Page last updated at 22:32 GMT, Monday, 23 November 2009

Three released over police attack

Scene of the incident in Garrison
A police vehicle is believed to have rammed a car containing the suspects

Three of the five men arrested after an attack on a police officer in County Fermanagh at the weekend have been released without charge.

One of the men had been arrested by Irish police in County Leitrim while two of four men arrested by police in Northern Ireland were also released.

Two other men - aged 41 and 26 - are still being questioned.

It has emerged that members of Army special forces were involved in preventing the attack.

One shot was fired at undercover police in the village of Garrison on Saturday.

Police fired two shots in return but nobody was hurt.

It is understood soldiers from the elite Special Reconnaissance Regiment had monitored the movements of those involved in the Fermanagh attack for a number of days.

It is believed dissident republicans were targeting a Catholic man who joined the PSNI a few weeks ago and travelled back to the village at weekends to visit his girlfriend.

PSNI Chief Constable Matt Baggott has refused to be drawn on whether the military assisted undercover police in foiling the attack.

Tracking

However, the BBC understands that the Special Reconnaisance Regiment provided the initial information that the officer was being targeted.

Undercover soldiers were then involved in tracking and watching those allegedly involved in the murder attempt for a number of days.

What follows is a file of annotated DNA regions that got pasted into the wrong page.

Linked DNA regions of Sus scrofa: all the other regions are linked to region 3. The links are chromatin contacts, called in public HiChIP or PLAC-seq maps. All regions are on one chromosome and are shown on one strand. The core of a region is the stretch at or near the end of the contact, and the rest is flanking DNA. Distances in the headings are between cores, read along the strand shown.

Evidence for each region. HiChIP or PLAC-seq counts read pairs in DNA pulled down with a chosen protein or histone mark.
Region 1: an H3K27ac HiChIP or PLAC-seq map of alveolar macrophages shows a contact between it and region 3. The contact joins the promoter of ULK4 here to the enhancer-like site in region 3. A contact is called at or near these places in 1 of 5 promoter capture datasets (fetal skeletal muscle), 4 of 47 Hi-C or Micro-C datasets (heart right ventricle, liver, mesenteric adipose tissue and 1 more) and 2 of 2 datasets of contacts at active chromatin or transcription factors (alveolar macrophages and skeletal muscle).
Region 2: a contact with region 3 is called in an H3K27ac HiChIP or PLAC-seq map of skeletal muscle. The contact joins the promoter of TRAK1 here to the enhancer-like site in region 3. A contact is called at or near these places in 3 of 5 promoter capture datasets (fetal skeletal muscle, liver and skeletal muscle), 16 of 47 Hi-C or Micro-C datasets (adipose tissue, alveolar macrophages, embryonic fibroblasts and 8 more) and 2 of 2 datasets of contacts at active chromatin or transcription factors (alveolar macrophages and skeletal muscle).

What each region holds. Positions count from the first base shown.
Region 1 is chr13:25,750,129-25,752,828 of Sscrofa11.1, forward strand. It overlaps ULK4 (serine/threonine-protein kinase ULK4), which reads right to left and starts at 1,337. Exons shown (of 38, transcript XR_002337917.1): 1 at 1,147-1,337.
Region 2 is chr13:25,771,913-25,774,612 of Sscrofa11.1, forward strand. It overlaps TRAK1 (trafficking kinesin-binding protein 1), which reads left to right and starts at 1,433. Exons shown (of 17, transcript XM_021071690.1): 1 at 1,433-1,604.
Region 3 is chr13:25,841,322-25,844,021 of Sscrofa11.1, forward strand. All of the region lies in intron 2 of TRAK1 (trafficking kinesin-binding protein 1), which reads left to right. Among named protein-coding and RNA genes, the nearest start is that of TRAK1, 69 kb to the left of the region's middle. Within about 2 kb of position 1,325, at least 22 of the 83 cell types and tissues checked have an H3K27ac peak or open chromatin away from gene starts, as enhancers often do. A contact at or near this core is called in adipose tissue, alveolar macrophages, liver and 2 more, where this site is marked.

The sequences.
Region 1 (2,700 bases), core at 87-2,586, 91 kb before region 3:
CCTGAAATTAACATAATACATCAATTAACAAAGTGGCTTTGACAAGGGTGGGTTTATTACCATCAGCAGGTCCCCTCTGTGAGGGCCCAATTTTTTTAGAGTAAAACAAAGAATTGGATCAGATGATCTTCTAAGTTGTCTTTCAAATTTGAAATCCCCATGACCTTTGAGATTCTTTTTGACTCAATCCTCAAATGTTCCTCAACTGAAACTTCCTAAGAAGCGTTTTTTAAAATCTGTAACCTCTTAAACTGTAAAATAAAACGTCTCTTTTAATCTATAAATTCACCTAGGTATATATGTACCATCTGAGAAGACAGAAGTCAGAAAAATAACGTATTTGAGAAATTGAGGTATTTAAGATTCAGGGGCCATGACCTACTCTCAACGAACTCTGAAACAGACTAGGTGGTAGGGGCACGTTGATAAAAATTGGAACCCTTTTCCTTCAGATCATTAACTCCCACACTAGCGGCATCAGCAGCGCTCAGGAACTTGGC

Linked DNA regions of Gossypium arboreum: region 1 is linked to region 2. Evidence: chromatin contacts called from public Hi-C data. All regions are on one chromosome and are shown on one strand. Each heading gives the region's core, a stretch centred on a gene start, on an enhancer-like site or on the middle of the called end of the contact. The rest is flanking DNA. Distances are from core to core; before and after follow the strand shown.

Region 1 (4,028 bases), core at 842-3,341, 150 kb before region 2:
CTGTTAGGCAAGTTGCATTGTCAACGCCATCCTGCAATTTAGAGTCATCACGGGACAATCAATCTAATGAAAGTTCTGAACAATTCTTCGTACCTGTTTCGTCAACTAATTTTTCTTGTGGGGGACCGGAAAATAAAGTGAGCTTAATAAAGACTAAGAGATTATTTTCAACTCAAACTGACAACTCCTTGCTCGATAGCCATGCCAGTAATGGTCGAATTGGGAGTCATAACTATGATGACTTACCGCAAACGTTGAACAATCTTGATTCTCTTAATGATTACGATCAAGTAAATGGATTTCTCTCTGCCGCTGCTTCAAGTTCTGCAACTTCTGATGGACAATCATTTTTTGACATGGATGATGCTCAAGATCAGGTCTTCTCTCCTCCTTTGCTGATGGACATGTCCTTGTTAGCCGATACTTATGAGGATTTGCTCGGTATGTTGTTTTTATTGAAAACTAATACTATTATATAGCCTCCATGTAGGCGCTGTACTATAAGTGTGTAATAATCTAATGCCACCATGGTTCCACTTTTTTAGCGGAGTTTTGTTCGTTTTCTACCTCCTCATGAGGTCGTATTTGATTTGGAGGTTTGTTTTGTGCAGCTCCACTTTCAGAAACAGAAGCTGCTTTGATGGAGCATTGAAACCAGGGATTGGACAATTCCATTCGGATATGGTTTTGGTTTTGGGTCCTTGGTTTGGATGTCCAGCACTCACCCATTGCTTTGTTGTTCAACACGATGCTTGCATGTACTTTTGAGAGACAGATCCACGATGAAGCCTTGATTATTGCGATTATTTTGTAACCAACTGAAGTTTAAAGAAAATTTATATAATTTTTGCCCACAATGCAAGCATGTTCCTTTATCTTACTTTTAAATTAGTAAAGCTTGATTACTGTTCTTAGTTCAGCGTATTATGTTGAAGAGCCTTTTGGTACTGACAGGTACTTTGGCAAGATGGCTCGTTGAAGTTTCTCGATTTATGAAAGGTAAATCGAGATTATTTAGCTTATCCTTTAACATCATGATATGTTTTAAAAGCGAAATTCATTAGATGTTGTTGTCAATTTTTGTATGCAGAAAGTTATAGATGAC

In March the BBC revealed that members of the regiment had been brought into Northern Ireland at the request of the PSNI to help combat the growing dissident threat.

They have been particularly active in County Fermanagh because it was considered to be an area where the threat to police officers was highest.

Car used in bomb attempt
The detonator went off in a car but the bomb failed to explode in Belfast

Dissidents are also believed to be responsible for leaving a 400lb bomb at the Policing Board headquarters in Belfast on Saturday.

Police say the two attacks were not co-ordinated but the result of coincidence rather than planning.

Politicians have called for tighter security measures to protect Policing Board members and staff after the attempted bomb attack in Belfast on Saturday.

Two men crashed a car through the security barrier at the Clarendon Dock complex at 1900 GMT and abandoned the bomb in front of the board headquarters.

It is thought that only the detonator went off and no-one was hurt.

No one has been arrested in relation to that attack.

Earlier this month, the Independent Monitoring Commission (IMC) reported that the dissident republican threat in Northern Ireland was at its highest level for almost six years.

The IMC said the two main dissident republican groups, the Real IRA and the Continuity IRA, were working more closely together to increase the threat posed to security forces.

Last week, police in Armagh found a mortar bomb which, they said, was intended to kill police officers.



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